[swift-evolution] [Pitch] Remove destructive consumption from Sequence

Dave Abrahams dabrahams at apple.com
Sun Jun 26 09:13:12 CDT 2016

on Fri Jun 24 2016, David Waite <david-AT-alkaline-solutions.com> wrote:

>> On Jun 22, 2016, at 5:41 PM, Dave Abrahams via swift-evolution
> <swift-evolution at swift.org> wrote:
>>> I agree, names are not the primary issue.
>>> Another issue is that you cannot currently write generic code that
>>> might need to iterate a sequence more than once.  You currently
> have
>>> to over-constrain types to `Collection` even if you don’t need to
> do
>>> anything other than iterate the elements (the discussion about
> whether
>>> `LazyFilterSequnce` has a bug in its `underestimateCount` is
> relevant
>>> here).
>> That's not an over-constraint.  Multi-pass-ness *is* the fundamental
>> distinction between Sequence and Collection.  AFAIK there's no
> multipass
>> sequence that cannot support indices.
> Just wanted to communicate more around this point specifically. If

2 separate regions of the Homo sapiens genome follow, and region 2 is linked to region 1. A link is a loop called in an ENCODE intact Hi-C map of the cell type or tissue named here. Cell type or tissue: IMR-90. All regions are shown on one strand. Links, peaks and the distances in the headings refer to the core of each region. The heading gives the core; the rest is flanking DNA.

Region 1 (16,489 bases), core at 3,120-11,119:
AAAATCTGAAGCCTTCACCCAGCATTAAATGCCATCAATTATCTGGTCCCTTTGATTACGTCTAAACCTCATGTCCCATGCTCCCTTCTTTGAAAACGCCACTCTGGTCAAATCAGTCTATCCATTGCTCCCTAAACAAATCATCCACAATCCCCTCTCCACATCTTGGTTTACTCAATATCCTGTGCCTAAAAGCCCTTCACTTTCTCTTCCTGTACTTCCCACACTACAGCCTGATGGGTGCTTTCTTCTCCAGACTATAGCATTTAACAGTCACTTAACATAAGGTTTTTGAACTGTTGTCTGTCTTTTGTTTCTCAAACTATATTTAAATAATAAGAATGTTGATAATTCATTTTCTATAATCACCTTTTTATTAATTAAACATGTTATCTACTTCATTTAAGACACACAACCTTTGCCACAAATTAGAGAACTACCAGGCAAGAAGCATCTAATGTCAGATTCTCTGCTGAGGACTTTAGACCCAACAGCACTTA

> Collections can be infinite (probably adding special meaning to count
> returning Collection.IndexDistance.max), then the only difference
> between Sequence and Collection is the indexes.
> However, I’m concerned about the delta between an iterator and a full
> collection. For an example:
> class FibIterator : IteratorProtocol {
>   var last = 0, current = 1
>   func next() -> Int? {
>     (last, current) = (current, current + last)
>     return current
>   }
> }
> If subscript indexing on collections isn't required to be an O(1)
> operation, I don’t see a reason for Sequence to exist - we can simply
> enumerate the sequence with a numeric index, and iterate up to that
> count to resolve. But this makes things surprising for those
> implementing generic algorithms across Collections.
> I don’t see a way to get an O(1) integer index and meet all the
> efficiency constraints of Collection without either memoization or
> additional complexity on implementing FibIterator.

Indices don't have to be integers, and often arent.  You can always
bundle an integer with an Iterator and a single result buffer to produce
an Index.


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